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Archive for March, 2009

“It’s Not Just a Specimen, It’s a Life”

Wednesday, March 25th, 2009

The forensics laboratory at DNA Diagnostics Center (DDC) enjoyed a special visit on Thursday March 19, 2009 from Mr. Robert McClendon and Mr. Joseph Fears of Columbus, OH. These men were wrongly convicted and then imprisoned 18 and 25 years respectively for crimes that DNA testing proved they did not commit.

Since 2007, DDC has committed to provide pro bono DNA testing in Ohio cases identified by the Ohio Innocence Project (OIP) as having legitimate claims of innocence. (Note: DDC has reduced rates for other states’ Innocence Projects.) Mr. McClendon’s innocence was proven in August 2008 when DDC completed the Y-STR testing that provided the ultimate proof that secured his release. Mr. Fears’ release this month resulted after the Franklin County Prosecutor said McClendon’s case made such a great impact on him that he ordered a thorough review of all evidence in old cases. The evidence in Fears’ case was found and testing proved that he was also innocent.

DDC’s President and CEO, Dr. Ellen Moscovitz, welcomed the exonerees warmly into DDC’s facility and presented them with tokens of admiration for their courage and perseverance. She expressed to the guests, “We are proud to provide the scientific expertise that can ensure justice. It is a privilege to meet the people on whose cases DDC worked because we realize that it’s not just a specimen, it’s a life.”

Joining Mr. McClendon and Mr. Fears at the DDC lab visit was their legal team from the University of Cincinnati, home to the Ohio Innocence Project (OIP). The OIP lawyers accompanied Mr. McClendon and Mr. Fears as they took a close look at the technology and equipment. They also met the analysts and support staff that helped to make their freedom a reality, led by Dr. Julie Heinig, DDC’s Assistant Laboratory Director in charge of Forensics and who oversaw the DNA testing in McClendon’s case.

OIP Faculty Director, Mark Godsey, expressed the magnitude of DDC’s commitment to justice by saying, “Since this movement started 15 years ago, no other lab has stepped up to this level in any other state. There has been no other example of corporate citizenship rising to this level.” Too often, inmates or their families cannot afford DNA testing, even if the state will release the evidence that could prove their innocence. In Ohio, DDC has removed that barrier to justice.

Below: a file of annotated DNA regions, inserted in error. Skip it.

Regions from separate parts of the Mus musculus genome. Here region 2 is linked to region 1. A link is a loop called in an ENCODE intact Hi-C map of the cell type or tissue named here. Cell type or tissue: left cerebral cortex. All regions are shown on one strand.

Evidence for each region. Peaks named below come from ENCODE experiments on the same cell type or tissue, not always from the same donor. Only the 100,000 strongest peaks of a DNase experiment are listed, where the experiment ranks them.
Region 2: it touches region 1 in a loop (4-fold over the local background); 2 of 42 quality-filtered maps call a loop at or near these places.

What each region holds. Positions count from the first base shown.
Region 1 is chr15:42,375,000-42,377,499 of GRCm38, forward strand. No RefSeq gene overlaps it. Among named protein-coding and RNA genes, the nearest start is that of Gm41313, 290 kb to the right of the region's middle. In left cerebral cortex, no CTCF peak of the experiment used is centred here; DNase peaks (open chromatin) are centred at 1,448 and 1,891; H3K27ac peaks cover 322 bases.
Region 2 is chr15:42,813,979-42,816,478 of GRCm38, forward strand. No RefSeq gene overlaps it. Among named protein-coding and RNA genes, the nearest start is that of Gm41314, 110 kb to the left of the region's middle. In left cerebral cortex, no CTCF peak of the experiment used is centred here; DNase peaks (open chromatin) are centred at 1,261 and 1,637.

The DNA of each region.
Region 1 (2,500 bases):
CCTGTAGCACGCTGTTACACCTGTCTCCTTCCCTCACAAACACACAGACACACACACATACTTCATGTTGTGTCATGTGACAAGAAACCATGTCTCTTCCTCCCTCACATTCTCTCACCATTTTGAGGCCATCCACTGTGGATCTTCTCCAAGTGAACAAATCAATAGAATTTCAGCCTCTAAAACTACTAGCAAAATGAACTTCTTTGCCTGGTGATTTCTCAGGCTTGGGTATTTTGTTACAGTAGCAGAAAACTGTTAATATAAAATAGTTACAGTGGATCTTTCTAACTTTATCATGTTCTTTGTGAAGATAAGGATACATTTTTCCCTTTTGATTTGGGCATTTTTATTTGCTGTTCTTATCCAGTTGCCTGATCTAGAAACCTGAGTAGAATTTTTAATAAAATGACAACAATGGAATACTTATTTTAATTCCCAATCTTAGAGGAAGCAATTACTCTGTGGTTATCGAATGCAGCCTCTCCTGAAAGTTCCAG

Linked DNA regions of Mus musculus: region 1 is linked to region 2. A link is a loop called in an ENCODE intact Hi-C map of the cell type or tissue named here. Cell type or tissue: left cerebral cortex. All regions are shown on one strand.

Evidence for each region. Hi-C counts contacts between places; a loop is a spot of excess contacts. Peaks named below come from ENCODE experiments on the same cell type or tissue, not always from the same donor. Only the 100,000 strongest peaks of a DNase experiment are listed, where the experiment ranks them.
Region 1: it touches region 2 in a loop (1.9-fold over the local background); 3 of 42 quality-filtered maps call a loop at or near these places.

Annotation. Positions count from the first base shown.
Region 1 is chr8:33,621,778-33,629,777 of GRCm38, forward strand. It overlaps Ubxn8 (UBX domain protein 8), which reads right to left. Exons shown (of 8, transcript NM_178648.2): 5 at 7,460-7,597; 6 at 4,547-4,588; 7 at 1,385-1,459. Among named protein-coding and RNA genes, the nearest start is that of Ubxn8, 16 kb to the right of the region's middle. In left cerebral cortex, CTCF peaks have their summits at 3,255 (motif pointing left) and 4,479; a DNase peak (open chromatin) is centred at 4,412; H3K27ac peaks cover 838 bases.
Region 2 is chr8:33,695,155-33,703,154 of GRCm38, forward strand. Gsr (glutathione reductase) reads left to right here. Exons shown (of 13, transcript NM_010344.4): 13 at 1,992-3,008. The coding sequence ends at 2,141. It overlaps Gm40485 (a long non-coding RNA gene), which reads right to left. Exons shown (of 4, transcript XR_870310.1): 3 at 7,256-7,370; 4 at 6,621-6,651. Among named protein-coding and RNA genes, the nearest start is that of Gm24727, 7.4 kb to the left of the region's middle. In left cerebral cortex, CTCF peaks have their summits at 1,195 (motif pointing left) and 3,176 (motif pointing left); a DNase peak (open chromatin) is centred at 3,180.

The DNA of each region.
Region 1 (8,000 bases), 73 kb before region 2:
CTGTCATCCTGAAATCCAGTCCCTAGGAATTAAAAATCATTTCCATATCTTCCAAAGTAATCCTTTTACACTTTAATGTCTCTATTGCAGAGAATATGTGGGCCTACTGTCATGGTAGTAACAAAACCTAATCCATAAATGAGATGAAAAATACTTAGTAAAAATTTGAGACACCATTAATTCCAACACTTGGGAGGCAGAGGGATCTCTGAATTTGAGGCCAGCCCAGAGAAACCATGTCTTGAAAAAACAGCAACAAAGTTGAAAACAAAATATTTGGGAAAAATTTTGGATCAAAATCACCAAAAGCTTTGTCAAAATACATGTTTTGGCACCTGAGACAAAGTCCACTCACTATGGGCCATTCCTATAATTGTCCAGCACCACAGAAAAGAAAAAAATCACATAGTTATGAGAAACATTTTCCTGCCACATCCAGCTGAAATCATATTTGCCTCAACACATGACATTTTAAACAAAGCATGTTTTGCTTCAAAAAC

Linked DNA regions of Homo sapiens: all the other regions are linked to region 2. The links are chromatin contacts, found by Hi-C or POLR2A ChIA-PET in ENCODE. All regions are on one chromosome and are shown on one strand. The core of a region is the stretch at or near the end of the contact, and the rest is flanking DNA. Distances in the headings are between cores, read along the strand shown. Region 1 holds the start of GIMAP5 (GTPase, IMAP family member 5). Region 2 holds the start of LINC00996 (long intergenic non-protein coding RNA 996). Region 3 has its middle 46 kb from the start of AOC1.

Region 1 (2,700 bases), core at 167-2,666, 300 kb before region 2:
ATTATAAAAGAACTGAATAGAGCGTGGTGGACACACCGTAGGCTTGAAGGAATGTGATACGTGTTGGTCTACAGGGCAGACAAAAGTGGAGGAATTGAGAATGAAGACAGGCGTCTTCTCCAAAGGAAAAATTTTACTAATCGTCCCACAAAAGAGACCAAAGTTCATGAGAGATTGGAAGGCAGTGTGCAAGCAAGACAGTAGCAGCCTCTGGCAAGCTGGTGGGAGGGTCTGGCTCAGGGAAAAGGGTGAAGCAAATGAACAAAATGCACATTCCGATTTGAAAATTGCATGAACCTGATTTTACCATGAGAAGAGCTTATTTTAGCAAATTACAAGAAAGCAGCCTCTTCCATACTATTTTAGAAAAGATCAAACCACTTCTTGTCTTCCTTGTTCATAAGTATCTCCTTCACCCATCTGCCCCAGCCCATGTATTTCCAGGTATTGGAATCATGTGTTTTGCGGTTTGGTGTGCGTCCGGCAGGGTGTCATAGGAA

McClendon and Fears visited the actual forensic laboratory where the samples were examined and analyzed. When Dr. Heinig showed McClendon the exact microscope used to discover the spermatozoa that excluded him as the contributor to the evidence, tears misted their eyes as they embraced. Next, Dr. Heinig presented the gene fragment analyzer that processed the Y-STR markers that ultimately proved McClendon’s innocence. He struggled to express his appreciation, saying, “I am humbled by this experience. I know that this could not have happened without a lot of folks working together.” He added, “Thank God for DNA!”

The morning concluded with a presentation to DDC employees anxious to hear Mr. McClendon and Mr. Fears share some of their experiences and answer questions. McClendon explained that if not for the efforts of DDC, as well as the OIP and the Columbus Dispatch’s investigative series, “Test of Convictions,” he would probably still be in prison, serving his sentence until 2013. Mr. Fears echoed these sentiments, “I am flabbergasted. I had no idea of all the work involved to clear just one man.”

Genetic Pigmentation: A New Investigative tool?

Thursday, March 5th, 2009

Physical evidence left at a crime scene is often used to match a suspect’s DNA to the evidence, placing that suspect at the crime scene. But what if there is no suspect, and the DNA evidence yields no “hits” or matches in CODIS (Combined DNA Index System)? Investigators usually catalog the DNA evidence and explore other clues to the crime. However, a radical new study of genes responsible for skin pigmentation disorders offers new possibilities for predicting physical characteristics from crime scene evidence that may help criminal investigations. (more…)

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